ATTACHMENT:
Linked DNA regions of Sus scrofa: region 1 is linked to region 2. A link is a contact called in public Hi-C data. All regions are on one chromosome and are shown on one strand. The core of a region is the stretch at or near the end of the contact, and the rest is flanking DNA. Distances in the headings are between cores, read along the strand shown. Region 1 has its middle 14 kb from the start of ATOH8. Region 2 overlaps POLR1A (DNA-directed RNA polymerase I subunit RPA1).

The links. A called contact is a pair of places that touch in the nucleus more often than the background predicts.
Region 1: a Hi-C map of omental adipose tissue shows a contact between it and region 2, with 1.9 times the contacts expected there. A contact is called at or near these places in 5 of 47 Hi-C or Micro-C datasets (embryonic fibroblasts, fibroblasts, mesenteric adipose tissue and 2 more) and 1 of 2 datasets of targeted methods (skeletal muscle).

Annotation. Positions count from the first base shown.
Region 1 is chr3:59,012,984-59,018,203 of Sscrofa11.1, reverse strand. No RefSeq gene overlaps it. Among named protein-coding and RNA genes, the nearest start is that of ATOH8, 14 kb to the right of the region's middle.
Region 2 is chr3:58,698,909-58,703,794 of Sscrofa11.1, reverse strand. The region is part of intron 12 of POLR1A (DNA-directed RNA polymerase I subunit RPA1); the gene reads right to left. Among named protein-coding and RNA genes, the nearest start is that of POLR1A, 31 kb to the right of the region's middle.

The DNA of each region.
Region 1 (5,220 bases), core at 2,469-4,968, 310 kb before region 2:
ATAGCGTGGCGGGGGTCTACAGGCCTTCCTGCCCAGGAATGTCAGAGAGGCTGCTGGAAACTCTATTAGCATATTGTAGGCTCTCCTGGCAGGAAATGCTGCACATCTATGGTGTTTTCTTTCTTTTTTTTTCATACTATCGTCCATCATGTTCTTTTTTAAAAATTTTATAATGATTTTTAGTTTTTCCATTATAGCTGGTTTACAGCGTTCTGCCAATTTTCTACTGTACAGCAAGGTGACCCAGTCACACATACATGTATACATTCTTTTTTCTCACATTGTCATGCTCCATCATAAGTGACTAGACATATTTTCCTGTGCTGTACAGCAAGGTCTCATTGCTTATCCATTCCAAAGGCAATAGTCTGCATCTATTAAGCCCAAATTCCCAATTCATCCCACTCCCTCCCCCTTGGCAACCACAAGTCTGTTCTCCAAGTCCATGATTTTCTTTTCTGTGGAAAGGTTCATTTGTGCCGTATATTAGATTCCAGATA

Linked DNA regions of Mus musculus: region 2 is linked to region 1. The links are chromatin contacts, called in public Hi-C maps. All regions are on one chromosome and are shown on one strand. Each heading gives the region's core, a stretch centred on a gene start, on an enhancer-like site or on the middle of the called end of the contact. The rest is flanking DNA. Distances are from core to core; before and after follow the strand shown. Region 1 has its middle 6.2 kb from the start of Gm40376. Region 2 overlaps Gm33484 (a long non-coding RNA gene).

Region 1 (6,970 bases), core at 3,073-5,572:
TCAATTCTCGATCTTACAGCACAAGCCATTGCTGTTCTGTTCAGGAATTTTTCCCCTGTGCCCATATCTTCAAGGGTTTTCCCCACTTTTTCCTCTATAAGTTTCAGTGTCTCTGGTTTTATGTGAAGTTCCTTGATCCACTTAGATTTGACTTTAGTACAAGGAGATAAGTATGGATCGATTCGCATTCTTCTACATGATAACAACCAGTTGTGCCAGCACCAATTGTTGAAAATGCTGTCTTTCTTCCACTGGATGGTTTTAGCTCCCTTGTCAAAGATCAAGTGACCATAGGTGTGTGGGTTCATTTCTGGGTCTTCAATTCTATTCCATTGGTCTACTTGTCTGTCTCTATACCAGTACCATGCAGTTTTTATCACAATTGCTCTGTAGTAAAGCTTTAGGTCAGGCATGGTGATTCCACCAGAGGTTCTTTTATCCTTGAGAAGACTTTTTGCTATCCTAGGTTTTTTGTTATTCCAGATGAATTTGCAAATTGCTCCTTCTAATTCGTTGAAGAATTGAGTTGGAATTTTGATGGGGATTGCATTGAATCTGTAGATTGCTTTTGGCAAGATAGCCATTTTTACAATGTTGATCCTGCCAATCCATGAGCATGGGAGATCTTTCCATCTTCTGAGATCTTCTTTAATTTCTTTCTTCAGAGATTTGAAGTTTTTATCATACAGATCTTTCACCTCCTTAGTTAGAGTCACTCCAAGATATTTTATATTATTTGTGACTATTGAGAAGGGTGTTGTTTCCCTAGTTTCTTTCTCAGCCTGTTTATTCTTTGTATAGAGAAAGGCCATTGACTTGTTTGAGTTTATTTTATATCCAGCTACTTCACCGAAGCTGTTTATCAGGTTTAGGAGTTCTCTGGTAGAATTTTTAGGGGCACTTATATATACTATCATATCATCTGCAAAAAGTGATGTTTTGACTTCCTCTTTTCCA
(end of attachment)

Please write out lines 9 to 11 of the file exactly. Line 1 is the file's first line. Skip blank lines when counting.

ATAGCGTGGCGGGGGTCTACAGGCCTTCCTGCCCAGGAATGTCAGAGAGGCTGCTGGAAACTCTATTAGCATATTGTAGGCTCTCCTGGCAGGAAATGCTGCACATCTATGGTGTTTTCTTTCTTTTTTTTTCATACTATCGTCCATCATGTTCTTTTTTAAAAATTTTATAATGATTTTTAGTTTTTCCATTATAGCTGGTTTACAGCGTTCTGCCAATTTTCTACTGTACAGCAAGGTGACCCAGTCACACATACATGTATACATTCTTTTTTCTCACATTGTCATGCTCCATCATAAGTGACTAGACATATTTTCCTGTGCTGTACAGCAAGGTCTCATTGCTTATCCATTCCAAAGGCAATAGTCTGCATCTATTAAGCCCAAATTCCCAATTCATCCCACTCCCTCCCCCTTGGCAACCACAAGTCTGTTCTCCAAGTCCATGATTTTCTTTTCTGTGGAAAGGTTCATTTGTGCCGTATATTAGATTCCAGATA

Linked DNA regions of Mus musculus: region 2 is linked to region 1. The links are chromatin contacts, called in public Hi-C maps. All regions are on one chromosome and are shown on one strand. Each heading gives the region's core, a stretch centred on a gene start, on an enhancer-like site or on the middle of the called end of the contact. The rest is flanking DNA. Distances are from core to core; before and after follow the strand shown. Region 1 has its middle 6.2 kb from the start of Gm40376. Region 2 overlaps Gm33484 (a long non-coding RNA gene).

Region 1 (6,970 bases), core at 3,073-5,572: